Blog- Female Hormones

Female hormones…..

what are they and what do they do?

Ahh, hormones…. Many of us know what they are and sort of know what they do. Hormones are chemical messengers and they are like a well-orchestrated symphony. Based on the last musical note, the director cues the next musician to play his instrument and together the collective sound of musical notes makes a beautiful sounding concert. And, just like in a symphony one poorly- timed note can throw off the whole performance.

Our hormones are similar. When our hormones are balanced and communicating properly everything works and we don’t give our hormones a second thought. Moods are stable, periods are regular, fertility is easy, and menopause is a breeze. 

But hormonal imbalances can cause symptoms such as PMS, heavy bleeding, PCOS, endometriosis, infertility, irritability, chronic migraines, hot flashes, and post-menopausal weight gain. We know something isn’t right but we’re not sure which “note” (or signal) is the one that threw the whole system off.

Let’s start at the beginning.......

In the body’s case the “director of the symphony” is the pituitary gland (which is in the brain) and it gets his feedback from the hypothalamus which is constantly sensing changes in the environment. The pituitary gland is considered the “master gland” because it is responsible for sending the signals to stimulate the production and release of other hormones.

It is so important to remember that all the hormones are connected to another. They all “talk” to each other and if one hormone is having a bad day well that’s going to throw off other hormones. Just like “your ankle bone is connected to your knee bone and your knee bone is connected to your hip bone….” Well, you get the idea!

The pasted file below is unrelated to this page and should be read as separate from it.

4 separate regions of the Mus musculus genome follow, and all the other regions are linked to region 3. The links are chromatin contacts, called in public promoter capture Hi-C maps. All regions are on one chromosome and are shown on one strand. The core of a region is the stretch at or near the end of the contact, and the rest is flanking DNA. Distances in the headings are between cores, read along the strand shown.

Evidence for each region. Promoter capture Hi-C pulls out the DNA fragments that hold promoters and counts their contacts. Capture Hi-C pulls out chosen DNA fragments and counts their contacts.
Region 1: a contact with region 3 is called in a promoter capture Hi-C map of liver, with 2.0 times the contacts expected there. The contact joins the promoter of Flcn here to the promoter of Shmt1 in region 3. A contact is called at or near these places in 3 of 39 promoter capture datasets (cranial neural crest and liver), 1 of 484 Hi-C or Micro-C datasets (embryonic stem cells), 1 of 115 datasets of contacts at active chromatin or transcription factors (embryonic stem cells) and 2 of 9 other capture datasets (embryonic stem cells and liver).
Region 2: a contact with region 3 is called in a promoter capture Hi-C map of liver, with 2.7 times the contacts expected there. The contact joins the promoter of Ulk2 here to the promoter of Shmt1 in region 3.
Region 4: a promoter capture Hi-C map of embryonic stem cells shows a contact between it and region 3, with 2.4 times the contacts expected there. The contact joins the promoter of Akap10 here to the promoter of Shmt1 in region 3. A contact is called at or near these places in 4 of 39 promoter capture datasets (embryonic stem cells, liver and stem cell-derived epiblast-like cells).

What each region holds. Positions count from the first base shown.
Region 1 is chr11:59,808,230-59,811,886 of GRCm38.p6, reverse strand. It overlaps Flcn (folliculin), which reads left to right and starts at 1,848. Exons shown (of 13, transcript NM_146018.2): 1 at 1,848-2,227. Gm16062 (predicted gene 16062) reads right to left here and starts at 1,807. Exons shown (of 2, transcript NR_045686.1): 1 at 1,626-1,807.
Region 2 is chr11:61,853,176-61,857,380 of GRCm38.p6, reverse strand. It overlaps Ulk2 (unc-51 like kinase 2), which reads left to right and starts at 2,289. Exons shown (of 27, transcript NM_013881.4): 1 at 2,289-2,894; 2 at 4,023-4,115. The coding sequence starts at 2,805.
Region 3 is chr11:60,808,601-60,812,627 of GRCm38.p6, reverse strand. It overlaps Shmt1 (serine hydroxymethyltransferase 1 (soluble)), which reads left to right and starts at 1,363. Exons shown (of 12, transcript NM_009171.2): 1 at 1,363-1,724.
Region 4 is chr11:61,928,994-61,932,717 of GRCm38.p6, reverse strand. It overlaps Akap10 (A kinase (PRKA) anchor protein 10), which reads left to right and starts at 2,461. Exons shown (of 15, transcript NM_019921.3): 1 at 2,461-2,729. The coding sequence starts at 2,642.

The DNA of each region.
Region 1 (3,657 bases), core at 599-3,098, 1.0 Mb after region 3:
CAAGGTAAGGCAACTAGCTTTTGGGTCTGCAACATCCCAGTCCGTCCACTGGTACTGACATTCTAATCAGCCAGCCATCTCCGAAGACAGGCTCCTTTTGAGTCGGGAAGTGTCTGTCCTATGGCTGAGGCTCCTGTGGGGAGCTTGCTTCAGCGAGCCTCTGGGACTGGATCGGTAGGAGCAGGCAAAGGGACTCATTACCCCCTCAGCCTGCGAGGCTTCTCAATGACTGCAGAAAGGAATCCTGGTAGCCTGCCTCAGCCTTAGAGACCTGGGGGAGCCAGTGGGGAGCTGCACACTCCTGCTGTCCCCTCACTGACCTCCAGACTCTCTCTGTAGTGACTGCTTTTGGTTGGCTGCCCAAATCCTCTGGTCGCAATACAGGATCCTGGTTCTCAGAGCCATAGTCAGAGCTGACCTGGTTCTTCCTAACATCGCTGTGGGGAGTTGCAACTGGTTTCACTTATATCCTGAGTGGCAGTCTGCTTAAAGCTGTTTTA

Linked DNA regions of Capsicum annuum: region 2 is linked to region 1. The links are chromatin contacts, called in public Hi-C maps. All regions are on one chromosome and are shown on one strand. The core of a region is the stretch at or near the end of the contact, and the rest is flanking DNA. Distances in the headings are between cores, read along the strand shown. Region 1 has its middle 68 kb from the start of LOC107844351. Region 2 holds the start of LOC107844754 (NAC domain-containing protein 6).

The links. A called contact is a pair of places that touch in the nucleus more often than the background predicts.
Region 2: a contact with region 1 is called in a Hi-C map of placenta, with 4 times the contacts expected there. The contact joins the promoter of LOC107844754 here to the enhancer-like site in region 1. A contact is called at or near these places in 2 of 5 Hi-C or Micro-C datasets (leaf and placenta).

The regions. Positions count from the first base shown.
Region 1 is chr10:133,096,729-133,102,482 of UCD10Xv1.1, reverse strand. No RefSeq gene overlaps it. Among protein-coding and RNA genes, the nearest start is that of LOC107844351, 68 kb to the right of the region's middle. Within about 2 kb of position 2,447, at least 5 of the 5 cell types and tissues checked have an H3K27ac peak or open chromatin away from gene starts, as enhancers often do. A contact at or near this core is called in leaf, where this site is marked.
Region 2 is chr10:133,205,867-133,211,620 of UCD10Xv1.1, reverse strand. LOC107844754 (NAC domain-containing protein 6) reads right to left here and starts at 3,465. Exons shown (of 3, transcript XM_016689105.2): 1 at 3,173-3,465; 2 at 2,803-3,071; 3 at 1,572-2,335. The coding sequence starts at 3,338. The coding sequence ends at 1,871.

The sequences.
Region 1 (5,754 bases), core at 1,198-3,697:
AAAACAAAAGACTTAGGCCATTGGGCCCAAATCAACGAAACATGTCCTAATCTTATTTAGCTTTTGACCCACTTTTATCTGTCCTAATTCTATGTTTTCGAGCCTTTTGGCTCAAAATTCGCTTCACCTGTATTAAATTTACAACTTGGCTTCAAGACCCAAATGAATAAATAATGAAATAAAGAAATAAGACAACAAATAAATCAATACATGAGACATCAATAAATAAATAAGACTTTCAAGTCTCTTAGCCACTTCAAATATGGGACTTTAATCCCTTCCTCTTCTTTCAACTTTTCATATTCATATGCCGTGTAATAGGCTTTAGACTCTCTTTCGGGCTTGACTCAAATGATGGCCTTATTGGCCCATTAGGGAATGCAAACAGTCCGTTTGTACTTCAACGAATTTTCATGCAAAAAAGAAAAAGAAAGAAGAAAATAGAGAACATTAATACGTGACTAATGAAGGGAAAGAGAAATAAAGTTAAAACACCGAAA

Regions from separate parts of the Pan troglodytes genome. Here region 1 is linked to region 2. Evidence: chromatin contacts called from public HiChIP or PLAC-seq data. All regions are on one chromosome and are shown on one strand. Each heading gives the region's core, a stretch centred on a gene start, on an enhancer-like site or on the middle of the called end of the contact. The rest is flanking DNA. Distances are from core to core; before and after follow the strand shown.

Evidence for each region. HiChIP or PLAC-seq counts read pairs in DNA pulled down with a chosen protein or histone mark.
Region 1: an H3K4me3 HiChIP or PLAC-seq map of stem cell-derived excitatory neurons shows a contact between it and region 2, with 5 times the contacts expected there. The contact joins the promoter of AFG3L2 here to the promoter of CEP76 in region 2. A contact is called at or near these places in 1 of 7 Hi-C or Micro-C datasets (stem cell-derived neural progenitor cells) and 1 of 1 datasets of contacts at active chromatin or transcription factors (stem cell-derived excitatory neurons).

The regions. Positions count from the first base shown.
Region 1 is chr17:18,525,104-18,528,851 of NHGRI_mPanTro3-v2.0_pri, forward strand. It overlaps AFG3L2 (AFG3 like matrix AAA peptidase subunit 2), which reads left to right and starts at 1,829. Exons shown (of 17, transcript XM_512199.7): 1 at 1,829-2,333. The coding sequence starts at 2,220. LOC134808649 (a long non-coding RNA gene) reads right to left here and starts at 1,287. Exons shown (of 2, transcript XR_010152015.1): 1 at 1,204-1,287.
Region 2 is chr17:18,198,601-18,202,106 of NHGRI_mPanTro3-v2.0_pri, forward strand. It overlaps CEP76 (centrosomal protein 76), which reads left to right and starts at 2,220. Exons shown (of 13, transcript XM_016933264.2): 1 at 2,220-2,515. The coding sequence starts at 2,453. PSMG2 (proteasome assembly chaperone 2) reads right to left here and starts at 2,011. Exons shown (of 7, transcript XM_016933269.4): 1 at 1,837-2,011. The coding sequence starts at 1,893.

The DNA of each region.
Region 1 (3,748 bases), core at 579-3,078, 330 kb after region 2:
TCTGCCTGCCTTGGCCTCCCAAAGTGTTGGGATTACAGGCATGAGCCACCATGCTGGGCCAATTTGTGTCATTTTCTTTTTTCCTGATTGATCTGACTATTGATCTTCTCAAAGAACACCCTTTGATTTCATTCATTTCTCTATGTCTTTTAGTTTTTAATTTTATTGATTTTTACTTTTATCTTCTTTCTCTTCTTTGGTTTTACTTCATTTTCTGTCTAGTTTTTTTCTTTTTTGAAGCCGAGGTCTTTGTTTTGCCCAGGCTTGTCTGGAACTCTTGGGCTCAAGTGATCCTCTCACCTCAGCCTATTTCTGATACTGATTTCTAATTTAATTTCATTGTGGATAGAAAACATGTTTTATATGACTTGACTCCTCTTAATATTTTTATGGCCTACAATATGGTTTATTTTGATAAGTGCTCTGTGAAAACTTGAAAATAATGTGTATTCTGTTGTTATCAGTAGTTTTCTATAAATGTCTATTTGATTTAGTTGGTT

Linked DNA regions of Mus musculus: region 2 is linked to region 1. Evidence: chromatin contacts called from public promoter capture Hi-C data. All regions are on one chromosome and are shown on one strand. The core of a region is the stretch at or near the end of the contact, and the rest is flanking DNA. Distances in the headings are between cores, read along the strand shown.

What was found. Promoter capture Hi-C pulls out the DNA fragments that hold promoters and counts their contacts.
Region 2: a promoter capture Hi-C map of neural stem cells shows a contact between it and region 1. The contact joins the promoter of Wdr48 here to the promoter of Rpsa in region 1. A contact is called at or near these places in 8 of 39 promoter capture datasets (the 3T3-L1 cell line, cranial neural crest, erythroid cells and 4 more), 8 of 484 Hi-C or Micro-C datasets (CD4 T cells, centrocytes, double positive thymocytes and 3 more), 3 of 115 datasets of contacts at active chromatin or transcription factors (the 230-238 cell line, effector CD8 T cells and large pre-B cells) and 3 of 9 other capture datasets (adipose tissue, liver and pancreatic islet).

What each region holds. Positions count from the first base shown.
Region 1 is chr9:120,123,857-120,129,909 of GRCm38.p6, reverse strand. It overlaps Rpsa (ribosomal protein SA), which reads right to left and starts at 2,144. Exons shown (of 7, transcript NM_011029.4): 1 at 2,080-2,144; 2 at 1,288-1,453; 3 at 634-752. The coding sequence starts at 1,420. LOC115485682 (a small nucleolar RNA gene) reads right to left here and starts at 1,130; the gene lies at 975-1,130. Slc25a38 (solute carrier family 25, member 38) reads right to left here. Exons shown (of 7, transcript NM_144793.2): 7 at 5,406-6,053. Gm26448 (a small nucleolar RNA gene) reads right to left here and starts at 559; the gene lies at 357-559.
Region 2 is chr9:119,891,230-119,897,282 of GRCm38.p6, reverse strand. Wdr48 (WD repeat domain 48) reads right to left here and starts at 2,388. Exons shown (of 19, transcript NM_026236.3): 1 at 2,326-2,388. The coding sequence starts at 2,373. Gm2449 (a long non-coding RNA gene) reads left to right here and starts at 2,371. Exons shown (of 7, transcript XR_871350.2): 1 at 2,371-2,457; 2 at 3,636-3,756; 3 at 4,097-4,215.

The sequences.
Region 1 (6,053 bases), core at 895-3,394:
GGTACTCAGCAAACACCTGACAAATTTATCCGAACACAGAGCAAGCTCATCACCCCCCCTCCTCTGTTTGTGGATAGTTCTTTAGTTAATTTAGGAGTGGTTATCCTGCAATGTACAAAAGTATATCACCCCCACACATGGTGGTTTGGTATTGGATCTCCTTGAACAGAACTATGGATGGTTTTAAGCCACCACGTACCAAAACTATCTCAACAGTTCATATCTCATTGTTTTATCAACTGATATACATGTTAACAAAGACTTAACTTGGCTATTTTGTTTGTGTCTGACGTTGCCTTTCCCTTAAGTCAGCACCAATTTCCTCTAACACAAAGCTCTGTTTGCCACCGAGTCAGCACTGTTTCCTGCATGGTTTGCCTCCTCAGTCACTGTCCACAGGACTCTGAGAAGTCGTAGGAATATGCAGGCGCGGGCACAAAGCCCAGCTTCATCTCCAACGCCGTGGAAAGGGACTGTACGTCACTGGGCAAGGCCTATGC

So, who are the major players?

Ok, so we know Estrogen and Progesterone are the main hormones that regulate a woman’ cycle. And, yes, Testosterone plays a role as well.

The pituitary gland releases FSH in order to stimulate Estrogen production by the ovaries during the few first few days of a woman’s cycle. Estrogen stimulates the follicles to grow. As the follicles grow one becomes dominant and produces a lot more estrogen. And just before the release of the egg at ovulation, this increase in estrogen is what triggers the release of LH by pituitary gland to start producing progesterone. Progesterone helps to maintain the uterine lining if conception takes place. If conception does not occur then progesterone and estrogen drop to very low levels which triggers menstruation.

And, there it is. This happens every month for about 30-40 years for every woman.

…well, but not always.

Stay tuned for Part 2 of Females Hormones..... coming soon..... "Causes of Hormonal Imbalance and its implications"​

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